LPVr-NVP, ritonavir boosted lopinavir-based regimen followed by switch to nevirapine-based regimen; NNRTI, non-nucleoside reverse transcriptase inhibitor-based regimen.
Among 71 children in the NNRTI group and 12 in the LPVr induction-NVP maintenance group who had virological failure, genotypic resistance testing was available in 44 children of the NNRTI group and in three of the LPVr induction-NVP maintenance group (Table 5). The median time to virological failure was 395 days (interquartile range [IQR] 279–731) in the NNRTI group and 245.5 days (IQR, 211.5–556) in the LPVr induction-NVP maintenance group. While in the LPVr induction-NVP maintenance group only one child had two-class resistance (NNRTI and NRTI), 36 (82%) children in the NNRTI group had two-class resistance.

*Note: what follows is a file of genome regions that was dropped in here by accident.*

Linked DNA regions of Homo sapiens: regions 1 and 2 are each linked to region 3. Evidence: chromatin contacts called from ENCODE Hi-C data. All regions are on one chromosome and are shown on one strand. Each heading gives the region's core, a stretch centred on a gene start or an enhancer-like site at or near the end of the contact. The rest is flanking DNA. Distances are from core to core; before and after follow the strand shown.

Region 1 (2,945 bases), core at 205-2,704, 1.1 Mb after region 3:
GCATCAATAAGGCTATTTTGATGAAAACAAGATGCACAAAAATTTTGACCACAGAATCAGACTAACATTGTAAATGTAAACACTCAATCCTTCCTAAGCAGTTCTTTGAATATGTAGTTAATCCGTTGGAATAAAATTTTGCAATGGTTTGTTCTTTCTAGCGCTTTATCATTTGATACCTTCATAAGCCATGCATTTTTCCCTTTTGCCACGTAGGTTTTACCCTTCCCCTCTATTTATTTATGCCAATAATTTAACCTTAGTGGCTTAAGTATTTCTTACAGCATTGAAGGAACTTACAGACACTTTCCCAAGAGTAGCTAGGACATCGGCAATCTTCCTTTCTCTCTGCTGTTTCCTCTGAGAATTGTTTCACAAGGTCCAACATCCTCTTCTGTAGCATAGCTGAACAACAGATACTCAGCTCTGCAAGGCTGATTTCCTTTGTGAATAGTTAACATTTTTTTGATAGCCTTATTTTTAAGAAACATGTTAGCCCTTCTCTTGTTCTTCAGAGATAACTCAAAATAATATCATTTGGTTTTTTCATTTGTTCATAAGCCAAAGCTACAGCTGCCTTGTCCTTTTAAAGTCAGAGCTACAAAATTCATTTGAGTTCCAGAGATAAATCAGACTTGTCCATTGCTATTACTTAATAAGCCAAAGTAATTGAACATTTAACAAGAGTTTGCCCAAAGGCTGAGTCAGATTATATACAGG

In this cohort study using routine clinical data of children three years and older from a resource-limited setting, the use of LPVr-based ART was associated with an increased probability of initial virological suppression and a subsequent switch from LPVr to NVP was not associated with a higher risk of virological failure compared with children starting NNRTI-based ART. The results of this study are in contrast with the 2013 guidelines of the WHO, which recommend NNRTI-based regimens for first line ART in children three years and older . If our findings are confirmed in other settings, the results of this study could have important public health implications to help reduce virological failures among children starting ART in developing countries.